Finding the Roots of Our Histories Towards Collective Liberation

Finding the Roots of Our Histories Towards Collective Liberation

This blog is part of a series of blogs highlighting Living Cities staff’s various cultures in honor of Asian Pacific American Heritage month.

Malaysia is one of the top producers of rubber. As I reflect on Asian Pacific Heritage month, I think about how my grandmother has tapped rubber for a living most of her life. The process of rubber tapping includes collecting latex from a rubber tree. Using a knife to peel back the tree’s bark, latex is harvested.

In my home country of Malaysia, my grandmother still rubber taps sometime, even though she no longer needs to. She would tell me how much a day of work is worth. I never paid attention to the global rubber market, but from our conversations, I would know how much rubber is at that moment, according to how much she gets paid for a bucket of rubber.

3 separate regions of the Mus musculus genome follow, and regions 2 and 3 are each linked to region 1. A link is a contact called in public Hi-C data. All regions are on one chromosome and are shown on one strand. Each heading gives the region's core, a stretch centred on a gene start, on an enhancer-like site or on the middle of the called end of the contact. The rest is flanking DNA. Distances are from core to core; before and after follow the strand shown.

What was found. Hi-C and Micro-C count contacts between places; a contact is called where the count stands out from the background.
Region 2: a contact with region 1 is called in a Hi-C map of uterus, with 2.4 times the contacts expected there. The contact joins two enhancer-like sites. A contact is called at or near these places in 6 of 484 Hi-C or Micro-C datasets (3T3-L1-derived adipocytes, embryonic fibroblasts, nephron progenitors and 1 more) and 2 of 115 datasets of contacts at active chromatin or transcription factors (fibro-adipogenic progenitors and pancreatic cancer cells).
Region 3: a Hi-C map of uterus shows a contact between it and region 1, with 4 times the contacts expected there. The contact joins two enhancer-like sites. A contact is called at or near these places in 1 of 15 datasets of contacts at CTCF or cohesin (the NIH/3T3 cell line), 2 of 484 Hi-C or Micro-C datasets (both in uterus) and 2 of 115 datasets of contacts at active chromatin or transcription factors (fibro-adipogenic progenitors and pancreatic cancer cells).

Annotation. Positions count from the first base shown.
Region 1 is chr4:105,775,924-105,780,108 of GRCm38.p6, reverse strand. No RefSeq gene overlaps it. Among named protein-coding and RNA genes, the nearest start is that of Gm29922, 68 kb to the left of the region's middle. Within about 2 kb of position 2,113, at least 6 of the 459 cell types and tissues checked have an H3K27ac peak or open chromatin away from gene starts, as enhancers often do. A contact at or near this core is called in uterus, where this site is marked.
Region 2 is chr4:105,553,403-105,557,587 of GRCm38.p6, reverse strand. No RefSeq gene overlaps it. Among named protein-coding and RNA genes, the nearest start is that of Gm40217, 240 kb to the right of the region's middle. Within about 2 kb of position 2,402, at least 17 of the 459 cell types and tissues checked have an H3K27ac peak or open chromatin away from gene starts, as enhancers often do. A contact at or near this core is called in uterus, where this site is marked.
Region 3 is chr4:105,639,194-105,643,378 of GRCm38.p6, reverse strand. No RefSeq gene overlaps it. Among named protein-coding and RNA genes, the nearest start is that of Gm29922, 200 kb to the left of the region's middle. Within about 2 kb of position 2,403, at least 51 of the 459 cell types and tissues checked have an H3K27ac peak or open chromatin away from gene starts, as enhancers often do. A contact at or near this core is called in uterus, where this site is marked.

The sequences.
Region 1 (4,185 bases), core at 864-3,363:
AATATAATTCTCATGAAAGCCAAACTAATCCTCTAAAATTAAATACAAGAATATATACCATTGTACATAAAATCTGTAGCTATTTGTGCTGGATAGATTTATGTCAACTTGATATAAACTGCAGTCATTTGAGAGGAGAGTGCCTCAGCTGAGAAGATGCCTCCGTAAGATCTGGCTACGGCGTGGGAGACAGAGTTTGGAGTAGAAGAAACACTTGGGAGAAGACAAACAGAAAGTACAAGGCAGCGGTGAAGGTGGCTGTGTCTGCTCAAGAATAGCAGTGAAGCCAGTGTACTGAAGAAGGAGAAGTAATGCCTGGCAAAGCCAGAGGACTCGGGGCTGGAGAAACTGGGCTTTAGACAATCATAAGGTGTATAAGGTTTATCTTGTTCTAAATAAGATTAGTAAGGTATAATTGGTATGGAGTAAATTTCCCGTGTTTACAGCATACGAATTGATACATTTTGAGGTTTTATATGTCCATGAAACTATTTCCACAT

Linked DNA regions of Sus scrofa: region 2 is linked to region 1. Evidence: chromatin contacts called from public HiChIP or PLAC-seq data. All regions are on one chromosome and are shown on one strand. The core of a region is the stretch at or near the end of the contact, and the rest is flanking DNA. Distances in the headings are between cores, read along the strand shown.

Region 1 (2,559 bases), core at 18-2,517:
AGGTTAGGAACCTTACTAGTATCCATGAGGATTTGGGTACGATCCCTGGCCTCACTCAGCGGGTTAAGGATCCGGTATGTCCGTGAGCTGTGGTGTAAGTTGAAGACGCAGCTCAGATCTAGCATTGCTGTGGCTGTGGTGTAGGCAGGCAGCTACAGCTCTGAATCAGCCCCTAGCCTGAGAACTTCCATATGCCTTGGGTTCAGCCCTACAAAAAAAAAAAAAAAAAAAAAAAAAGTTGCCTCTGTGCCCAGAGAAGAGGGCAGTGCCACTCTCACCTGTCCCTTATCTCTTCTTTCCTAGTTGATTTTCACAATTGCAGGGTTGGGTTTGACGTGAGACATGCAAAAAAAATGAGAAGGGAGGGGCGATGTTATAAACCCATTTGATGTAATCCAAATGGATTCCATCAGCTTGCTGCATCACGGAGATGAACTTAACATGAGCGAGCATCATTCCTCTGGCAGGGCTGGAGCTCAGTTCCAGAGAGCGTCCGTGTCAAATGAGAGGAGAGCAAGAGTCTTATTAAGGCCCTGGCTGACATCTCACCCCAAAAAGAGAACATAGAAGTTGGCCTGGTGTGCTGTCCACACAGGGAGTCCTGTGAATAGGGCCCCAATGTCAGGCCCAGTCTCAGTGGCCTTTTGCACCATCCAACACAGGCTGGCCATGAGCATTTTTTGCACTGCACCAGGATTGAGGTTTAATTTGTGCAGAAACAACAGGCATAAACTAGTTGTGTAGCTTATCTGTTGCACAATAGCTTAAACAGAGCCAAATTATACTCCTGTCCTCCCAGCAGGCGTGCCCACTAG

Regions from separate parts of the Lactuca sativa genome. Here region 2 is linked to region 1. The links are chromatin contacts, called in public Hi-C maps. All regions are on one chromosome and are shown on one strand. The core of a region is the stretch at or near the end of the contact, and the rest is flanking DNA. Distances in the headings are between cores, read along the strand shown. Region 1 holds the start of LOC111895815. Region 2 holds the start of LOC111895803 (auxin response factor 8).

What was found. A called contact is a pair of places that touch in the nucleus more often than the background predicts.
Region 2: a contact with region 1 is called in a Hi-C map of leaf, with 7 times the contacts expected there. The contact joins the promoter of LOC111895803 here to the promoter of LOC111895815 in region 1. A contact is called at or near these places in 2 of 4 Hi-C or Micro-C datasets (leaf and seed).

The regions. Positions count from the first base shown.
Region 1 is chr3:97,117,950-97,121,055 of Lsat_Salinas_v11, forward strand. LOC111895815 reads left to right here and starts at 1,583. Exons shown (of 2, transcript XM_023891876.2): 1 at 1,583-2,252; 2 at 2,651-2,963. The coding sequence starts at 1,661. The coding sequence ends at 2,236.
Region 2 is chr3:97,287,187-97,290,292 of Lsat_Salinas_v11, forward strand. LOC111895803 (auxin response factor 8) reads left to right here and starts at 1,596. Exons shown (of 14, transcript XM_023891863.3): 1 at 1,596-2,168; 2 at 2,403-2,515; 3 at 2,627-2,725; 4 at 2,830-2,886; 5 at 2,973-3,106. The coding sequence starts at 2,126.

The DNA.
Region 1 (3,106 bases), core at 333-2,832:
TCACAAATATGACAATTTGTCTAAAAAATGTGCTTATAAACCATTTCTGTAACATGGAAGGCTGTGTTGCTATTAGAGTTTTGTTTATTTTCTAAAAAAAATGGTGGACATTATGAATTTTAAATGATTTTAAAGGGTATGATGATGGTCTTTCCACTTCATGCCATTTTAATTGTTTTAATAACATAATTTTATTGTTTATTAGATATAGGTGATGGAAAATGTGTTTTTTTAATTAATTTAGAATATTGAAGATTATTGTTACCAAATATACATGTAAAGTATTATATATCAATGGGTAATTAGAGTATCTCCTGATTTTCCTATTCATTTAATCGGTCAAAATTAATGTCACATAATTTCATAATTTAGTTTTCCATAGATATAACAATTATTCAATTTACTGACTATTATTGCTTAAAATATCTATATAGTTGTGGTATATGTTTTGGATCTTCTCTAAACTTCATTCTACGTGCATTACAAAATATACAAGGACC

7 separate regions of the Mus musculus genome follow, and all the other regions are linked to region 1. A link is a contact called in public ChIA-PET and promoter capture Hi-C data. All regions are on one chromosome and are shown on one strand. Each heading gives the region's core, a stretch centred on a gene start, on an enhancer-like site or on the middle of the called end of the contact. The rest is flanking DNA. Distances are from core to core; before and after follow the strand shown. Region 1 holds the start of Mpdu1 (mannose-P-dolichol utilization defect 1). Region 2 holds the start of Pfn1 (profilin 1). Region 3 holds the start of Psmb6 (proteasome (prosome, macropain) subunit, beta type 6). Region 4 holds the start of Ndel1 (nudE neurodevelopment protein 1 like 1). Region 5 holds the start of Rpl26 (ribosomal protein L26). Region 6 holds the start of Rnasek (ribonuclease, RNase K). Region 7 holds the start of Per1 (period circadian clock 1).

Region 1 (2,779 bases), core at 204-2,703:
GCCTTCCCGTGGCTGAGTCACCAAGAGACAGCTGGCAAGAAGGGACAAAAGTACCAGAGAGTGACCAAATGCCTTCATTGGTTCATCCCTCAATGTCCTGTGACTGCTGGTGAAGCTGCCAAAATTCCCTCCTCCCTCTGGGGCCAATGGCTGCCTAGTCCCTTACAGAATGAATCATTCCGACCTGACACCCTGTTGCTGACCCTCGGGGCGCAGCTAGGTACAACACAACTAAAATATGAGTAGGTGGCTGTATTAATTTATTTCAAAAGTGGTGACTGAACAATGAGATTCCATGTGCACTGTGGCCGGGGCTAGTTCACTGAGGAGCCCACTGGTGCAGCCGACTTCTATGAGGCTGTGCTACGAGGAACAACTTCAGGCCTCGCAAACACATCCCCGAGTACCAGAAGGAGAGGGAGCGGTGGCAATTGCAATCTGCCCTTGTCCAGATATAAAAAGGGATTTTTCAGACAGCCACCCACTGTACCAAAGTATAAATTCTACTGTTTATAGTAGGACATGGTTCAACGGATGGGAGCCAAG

My grandmother has a third grade education, raised four children as a single mother, lived through British colonization and Japanese occupation. My story is the story of many immigrants, the story of many post-colonial children. My story is also of privileged migration. Even back in Malaysia, the American Dream beckons and I got a full ride scholarship to attempt to get that dream. Now here, my idea of the American Dream has been complicated through my understanding of race in America, and how all of that is connected to genocide, slavery, colonization and orientalism.

One of the values of our racial equity work is to “Work to understand history and ongoing legacy of racism.” My grandmother grounds me in my own history as I navigate this country filled with histories so connected to my own, in my own fight for our collective liberation.


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